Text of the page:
As we saw during the license raj days of 1980s, you had the Ambassadors and Fiats as the only cars selling in India. These were the worst cars in the world selling at one of the highest prices for quality in the world.
This is exactly what the problem is with India’s real estate.
You have limited amount of real estate being sold because the land zoning (that creates artificial shortage of land for construction) is there to make the friends of the politicians (builders, real estate companies, etc.), and the politicians, rich…at your cost.
So unless there’s a revolution to end this nexus, the mess in India’s real estate is not going to get cleaned up (and buyers like I and you will continue to wait for prices to fall, which won’t happen).
See what happened to property prices in India…
If you look at what happened after the Lehman crisis that started in September 2008, foreign investors who were investing in real estate projects and backing realty developers took money out of real estate in India.
There was a fall in realty prices in some of the hyped locations. Bangalore, Hyderabad, Chennai, Mumbai…all corrected sharply.
Source: National Housing Bank
But see where prices in these cities are as of now – they’ve all gone right back up!
In short, even when realty prices globally are reeling under trouble after the Lehman crisis, property prices in India didn’t fall as much as they should have or for as long as they should have.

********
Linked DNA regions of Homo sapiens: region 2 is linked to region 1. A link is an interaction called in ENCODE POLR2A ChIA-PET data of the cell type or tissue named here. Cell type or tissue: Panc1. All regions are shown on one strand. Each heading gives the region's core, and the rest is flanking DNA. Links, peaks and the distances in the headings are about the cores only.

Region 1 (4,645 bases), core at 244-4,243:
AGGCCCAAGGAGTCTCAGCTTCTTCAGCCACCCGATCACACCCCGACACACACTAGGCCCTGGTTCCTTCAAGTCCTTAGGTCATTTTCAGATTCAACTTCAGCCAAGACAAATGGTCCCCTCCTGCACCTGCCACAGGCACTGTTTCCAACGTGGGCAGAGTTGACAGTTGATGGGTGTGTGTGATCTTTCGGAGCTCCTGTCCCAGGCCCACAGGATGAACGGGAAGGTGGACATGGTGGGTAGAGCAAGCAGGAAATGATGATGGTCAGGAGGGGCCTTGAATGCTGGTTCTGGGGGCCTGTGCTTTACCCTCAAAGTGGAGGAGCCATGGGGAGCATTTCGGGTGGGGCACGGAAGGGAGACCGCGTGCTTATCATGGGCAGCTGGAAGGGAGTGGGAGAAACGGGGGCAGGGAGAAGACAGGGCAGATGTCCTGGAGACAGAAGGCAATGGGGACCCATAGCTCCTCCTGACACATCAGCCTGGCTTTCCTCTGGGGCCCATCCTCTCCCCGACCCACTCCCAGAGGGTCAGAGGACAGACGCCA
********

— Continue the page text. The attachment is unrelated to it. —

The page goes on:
“So what’s the reason?” you may wonder.
See, this may be coincidence, but then if you remember, we had elections in April 2009.
As per RBI data, starting 6 months prior to this i.e., around October 2008, bank lending to realty companies went through the roof (see the green bar in the chart below).
Source: Reserve Bank of India;
Note: These loans are only to real estate companies, and exclude housing loans to individuals
The PSU banks whom we have our deposits with, took our money – our savings – and gave it as loans to realty companies so that they could stay afloat and they were not forced to sell their real estate to you at cheap price.
This is because once the banks gave them the money, the ‘about to go bankrupt’ realty companies had the holding power…the power to stay alive.
So your savings went – and continue to go – to realty companies…so that property prices are kept high…so that you are denied a home.
Amazing, isn’t it?
Maybe you should talk to your PSU bank branch manager the next time you meet him, and ask him where have your deposits been ‘deposited’.
So where are India’s realty prices headed?
My answer to this question depends entirely on what happens to the politician-builder nexus in the future.
Economics tells me that realty prices should go down, but politics (which has always had a heavy hand in India) tells me that this is not going to happen.
I see India’s real estate to remain a massively corrupt industry. This coupled with the ever-rising demand will keep this industry in a bubble..always waiting to pop!
What do you say?
By the way, I recently wrote an article on why a house is a great investment for someone starting on his investing career. Let me clarify one thing here – my view on house as a great investment is assuming that you are able to buy the asset at the right price after doing a proper assessment of prices in your area. It’s dangerous to speculate on housing prices, and it’s equally dangerous to buy a house just because you see prices continuing to rise in the future.